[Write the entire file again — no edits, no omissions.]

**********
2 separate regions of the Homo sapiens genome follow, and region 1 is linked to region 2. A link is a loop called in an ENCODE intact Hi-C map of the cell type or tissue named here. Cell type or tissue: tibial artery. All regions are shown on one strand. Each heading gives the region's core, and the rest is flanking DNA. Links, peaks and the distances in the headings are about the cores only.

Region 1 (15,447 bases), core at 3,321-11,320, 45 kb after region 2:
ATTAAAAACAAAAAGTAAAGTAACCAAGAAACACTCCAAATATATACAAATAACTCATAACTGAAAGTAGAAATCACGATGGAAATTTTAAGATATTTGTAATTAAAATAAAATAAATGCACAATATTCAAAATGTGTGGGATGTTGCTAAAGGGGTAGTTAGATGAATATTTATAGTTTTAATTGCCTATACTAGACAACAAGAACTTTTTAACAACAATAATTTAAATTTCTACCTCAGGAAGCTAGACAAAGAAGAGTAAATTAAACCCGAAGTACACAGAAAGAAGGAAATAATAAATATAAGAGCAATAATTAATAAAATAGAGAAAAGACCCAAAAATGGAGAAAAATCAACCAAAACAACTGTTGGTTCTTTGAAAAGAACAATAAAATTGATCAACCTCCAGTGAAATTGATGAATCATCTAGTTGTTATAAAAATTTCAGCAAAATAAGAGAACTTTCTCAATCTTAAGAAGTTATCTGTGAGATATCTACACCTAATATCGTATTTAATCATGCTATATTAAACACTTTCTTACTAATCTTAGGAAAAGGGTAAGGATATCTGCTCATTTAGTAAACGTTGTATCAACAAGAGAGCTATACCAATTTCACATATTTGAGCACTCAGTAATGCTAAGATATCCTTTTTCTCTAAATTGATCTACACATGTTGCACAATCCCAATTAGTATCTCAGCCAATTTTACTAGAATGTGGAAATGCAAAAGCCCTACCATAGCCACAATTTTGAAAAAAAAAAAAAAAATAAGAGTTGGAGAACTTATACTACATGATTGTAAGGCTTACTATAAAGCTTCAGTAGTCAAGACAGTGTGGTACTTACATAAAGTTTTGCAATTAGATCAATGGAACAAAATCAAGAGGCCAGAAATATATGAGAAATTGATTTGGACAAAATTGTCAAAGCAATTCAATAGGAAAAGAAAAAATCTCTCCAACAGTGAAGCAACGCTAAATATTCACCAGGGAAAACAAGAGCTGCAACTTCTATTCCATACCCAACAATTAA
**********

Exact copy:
2 separate regions of the Homo sapiens genome follow, and region 1 is linked to region 2. A link is a loop called in an ENCODE intact Hi-C map of the cell type or tissue named here. Cell type or tissue: tibial artery. All regions are shown on one strand. Each heading gives the region's core, and the rest is flanking DNA. Links, peaks and the distances in the headings are about the cores only.

Region 1 (15,447 bases), core at 3,321-11,320, 45 kb after region 2:
ATTAAAAACAAAAAGTAAAGTAACCAAGAAACACTCCAAATATATACAAATAACTCATAACTGAAAGTAGAAATCACGATGGAAATTTTAAGATATTTGTAATTAAAATAAAATAAATGCACAATATTCAAAATGTGTGGGATGTTGCTAAAGGGGTAGTTAGATGAATATTTATAGTTTTAATTGCCTATACTAGACAACAAGAACTTTTTAACAACAATAATTTAAATTTCTACCTCAGGAAGCTAGACAAAGAAGAGTAAATTAAACCCGAAGTACACAGAAAGAAGGAAATAATAAATATAAGAGCAATAATTAATAAAATAGAGAAAAGACCCAAAAATGGAGAAAAATCAACCAAAACAACTGTTGGTTCTTTGAAAAGAACAATAAAATTGATCAACCTCCAGTGAAATTGATGAATCATCTAGTTGTTATAAAAATTTCAGCAAAATAAGAGAACTTTCTCAATCTTAAGAAGTTATCTGTGAGATATCTACACCTAATATCGTATTTAATCATGCTATATTAAACACTTTCTTACTAATCTTAGGAAAAGGGTAAGGATATCTGCTCATTTAGTAAACGTTGTATCAACAAGAGAGCTATACCAATTTCACATATTTGAGCACTCAGTAATGCTAAGATATCCTTTTTCTCTAAATTGATCTACACATGTTGCACAATCCCAATTAGTATCTCAGCCAATTTTACTAGAATGTGGAAATGCAAAAGCCCTACCATAGCCACAATTTTGAAAAAAAAAAAAAAAATAAGAGTTGGAGAACTTATACTACATGATTGTAAGGCTTACTATAAAGCTTCAGTAGTCAAGACAGTGTGGTACTTACATAAAGTTTTGCAATTAGATCAATGGAACAAAATCAAGAGGCCAGAAATATATGAGAAATTGATTTGGACAAAATTGTCAAAGCAATTCAATAGGAAAAGAAAAAATCTCTCCAACAGTGAAGCAACGCTAAATATTCACCAGGGAAAACAAGAGCTGCAACTTCTATTCCATACCCAACAATTAA